Wooden Indian Explains Why the Desert Makes You Drink Too Much
We're all a little art starved here in the desert, and Wally Boudway of Wooden Indian argues. Perhaps that's why they're going on a show binge of sorts, performing their first residency at Long Wong's on Fridays throughout April (they kicked it off last week).
The Phoenix-based psych-blues-rock purveyors talked to us about keeping their performances in line while watching Top Gun, beholding the talent of the local music scene, and combating on-stage boredom, one tweaked song at a time.
Up On the Sun: How did the first show of the residency go? You had quite a list of acts that you shared the bill with.
Wally Boudway: Playing Long Wong's is always great because you don't remember much. It's not just the alcohol. It's the cramped space, the unhinged interior layout, the disarming regulars, the fact that loading gear there is like starting a colony in the New World. Just a whole lot of work. The fact that live music even happens there seems miraculous, which all goes to say that nights there produce pretty hazed memories. I remember St. Ranger played some new songs that I really liked. And Future Loves Past. I mean, if you heard them blasting out of a cop car's open door after being billy-clubbed and cuffed, you'd still dance. Me Vale Madre was super-sonic and focused. It was a good night.
Well, I don't think we've ever played a single song the same way twice (which isn't necessarily a good thing,) but aside from that, we have enough songs now to play different sets each of the four Fridays. It would be nice to say that we're carefully tweaking each performance to be totally unique, but fortunately, things beyond our power do this sort of tweaking for us. Maybe next week Top Gun won't be playing on the TVs over the bar and we won't be subconsciously trying to break the sound barrier.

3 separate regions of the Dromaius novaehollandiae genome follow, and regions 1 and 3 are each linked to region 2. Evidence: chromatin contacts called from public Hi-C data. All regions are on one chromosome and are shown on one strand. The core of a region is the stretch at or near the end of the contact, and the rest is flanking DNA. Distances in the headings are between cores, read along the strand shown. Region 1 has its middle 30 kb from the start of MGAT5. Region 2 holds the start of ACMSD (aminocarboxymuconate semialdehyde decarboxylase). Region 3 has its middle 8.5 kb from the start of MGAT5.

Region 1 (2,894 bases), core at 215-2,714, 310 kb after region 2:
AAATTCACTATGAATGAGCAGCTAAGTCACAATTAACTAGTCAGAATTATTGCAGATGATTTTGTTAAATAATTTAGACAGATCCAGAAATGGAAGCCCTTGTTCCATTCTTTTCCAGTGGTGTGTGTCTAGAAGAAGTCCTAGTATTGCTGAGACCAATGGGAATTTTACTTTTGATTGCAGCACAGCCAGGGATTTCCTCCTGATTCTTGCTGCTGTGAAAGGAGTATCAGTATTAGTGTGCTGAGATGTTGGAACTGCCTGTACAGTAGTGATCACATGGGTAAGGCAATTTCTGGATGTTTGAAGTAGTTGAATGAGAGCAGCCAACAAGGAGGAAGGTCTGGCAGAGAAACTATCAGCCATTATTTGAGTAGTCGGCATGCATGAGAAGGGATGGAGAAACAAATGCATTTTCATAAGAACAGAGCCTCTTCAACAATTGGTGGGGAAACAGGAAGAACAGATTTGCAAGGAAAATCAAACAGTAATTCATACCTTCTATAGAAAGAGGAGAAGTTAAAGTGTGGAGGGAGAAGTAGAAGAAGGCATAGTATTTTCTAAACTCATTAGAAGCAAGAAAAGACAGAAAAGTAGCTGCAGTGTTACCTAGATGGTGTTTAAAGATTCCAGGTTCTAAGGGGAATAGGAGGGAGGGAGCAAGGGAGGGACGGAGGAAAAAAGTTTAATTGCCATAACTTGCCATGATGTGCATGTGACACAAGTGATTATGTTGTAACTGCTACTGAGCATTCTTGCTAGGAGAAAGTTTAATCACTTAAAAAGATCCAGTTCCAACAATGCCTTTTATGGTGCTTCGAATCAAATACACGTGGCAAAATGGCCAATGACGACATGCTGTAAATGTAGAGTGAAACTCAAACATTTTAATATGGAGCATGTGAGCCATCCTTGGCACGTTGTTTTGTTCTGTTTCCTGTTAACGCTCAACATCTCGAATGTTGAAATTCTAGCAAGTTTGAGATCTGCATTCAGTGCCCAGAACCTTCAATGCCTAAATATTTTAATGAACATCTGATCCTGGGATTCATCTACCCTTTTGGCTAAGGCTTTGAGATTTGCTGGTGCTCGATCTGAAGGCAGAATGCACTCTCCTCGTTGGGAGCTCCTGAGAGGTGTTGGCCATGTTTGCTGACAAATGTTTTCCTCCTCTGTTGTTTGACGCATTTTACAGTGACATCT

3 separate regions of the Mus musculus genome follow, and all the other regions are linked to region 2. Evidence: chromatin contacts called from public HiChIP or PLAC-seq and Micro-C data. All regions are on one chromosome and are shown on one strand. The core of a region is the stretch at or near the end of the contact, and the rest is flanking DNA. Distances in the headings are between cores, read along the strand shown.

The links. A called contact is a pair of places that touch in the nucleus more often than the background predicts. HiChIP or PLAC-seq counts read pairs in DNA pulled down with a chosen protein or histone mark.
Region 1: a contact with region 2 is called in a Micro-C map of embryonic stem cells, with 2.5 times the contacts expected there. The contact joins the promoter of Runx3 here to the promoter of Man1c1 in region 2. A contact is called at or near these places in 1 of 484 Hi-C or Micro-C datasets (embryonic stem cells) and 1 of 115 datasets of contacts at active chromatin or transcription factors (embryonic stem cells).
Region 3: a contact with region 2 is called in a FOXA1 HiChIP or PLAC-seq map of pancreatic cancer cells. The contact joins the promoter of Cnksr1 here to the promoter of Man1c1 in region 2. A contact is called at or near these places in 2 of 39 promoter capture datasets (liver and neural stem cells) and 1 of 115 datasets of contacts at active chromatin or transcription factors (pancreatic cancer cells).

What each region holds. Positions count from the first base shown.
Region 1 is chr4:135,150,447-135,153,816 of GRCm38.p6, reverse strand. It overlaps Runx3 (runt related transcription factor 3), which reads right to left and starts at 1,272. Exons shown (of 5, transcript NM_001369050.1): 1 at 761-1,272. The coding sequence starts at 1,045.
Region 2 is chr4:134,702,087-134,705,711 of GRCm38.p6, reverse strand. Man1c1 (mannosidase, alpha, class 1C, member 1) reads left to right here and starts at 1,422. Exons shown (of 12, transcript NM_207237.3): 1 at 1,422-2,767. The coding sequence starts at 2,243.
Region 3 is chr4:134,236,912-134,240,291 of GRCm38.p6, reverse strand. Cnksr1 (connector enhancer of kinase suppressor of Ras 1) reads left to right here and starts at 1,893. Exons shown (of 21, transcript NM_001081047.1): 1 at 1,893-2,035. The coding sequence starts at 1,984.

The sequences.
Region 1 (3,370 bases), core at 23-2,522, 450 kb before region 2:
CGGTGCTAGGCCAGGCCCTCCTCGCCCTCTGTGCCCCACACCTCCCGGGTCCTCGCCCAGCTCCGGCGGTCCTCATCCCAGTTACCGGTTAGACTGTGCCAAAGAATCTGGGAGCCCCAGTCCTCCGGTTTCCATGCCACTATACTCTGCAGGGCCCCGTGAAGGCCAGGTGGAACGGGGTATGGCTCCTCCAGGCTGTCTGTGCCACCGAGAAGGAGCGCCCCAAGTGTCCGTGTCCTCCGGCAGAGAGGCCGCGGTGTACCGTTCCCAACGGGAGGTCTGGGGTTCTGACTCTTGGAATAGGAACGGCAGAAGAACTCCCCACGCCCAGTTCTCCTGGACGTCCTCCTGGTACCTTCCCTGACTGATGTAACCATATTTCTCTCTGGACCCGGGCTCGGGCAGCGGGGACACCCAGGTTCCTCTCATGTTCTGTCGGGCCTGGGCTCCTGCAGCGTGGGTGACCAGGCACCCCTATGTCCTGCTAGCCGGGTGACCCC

What are you guys working on these days?
We're recording an album slowly, writing new things, changing old ones, trying to fight off creative malaise. We just did a live track with video at a place called Studio at the Farm in Gilbert. That video should be on the web soon.
You guys have said that the "Only thing we love as much as we hate Phoenix is Phoenix." What's the love-hate relationship there?
All I can say is that if any Phoenician has an uncomplicated love for his/her hometown, this person has an interior life that I could never fathom. Also, I'll be trying to answer this question for the rest my life, so odds are this go around will be unsatisfying, but here are some random thoughts about the whole thing: Abstractly speaking, desert is the very landscape of love/hate, hot/cold, bloated/dehydrated. I mean, you find a river here and you have no choice but to drink yourself to bursting and then you curse water, your thirst, the river, and yourself. Despite our designs and the mirage we've made by stealing water, I think we all absorb the desert anyway. Its range, I mean. Unless you live on Roosevelt or in parts of Tempe, for example, this city shuts down at night. And even the way we consume art contains the desert. We feast on it a little rabidly because we're all a bit starved. I think anyone who's made music here for more than a couple of years can identify with this: People (audiences and musicians alike) get very excited about what's going on, maybe too excited, and then they can't sustain it. We scale high, then sink low.
How does that attitude affect your songwriting, if it does?
I think our music has a lot of range. It moves between extremes of loud and quiet in a sort of manic way. It resembles love/hate and hot/cold. It's from the desert.
Download: Wooden Indian,"Expensive Fur"
Wooden Indian performs each Friday in April at Long Wong's in Tempe. This week they are joined by Former Friends of Young Americans, Nicholas Villa, and Colorstore.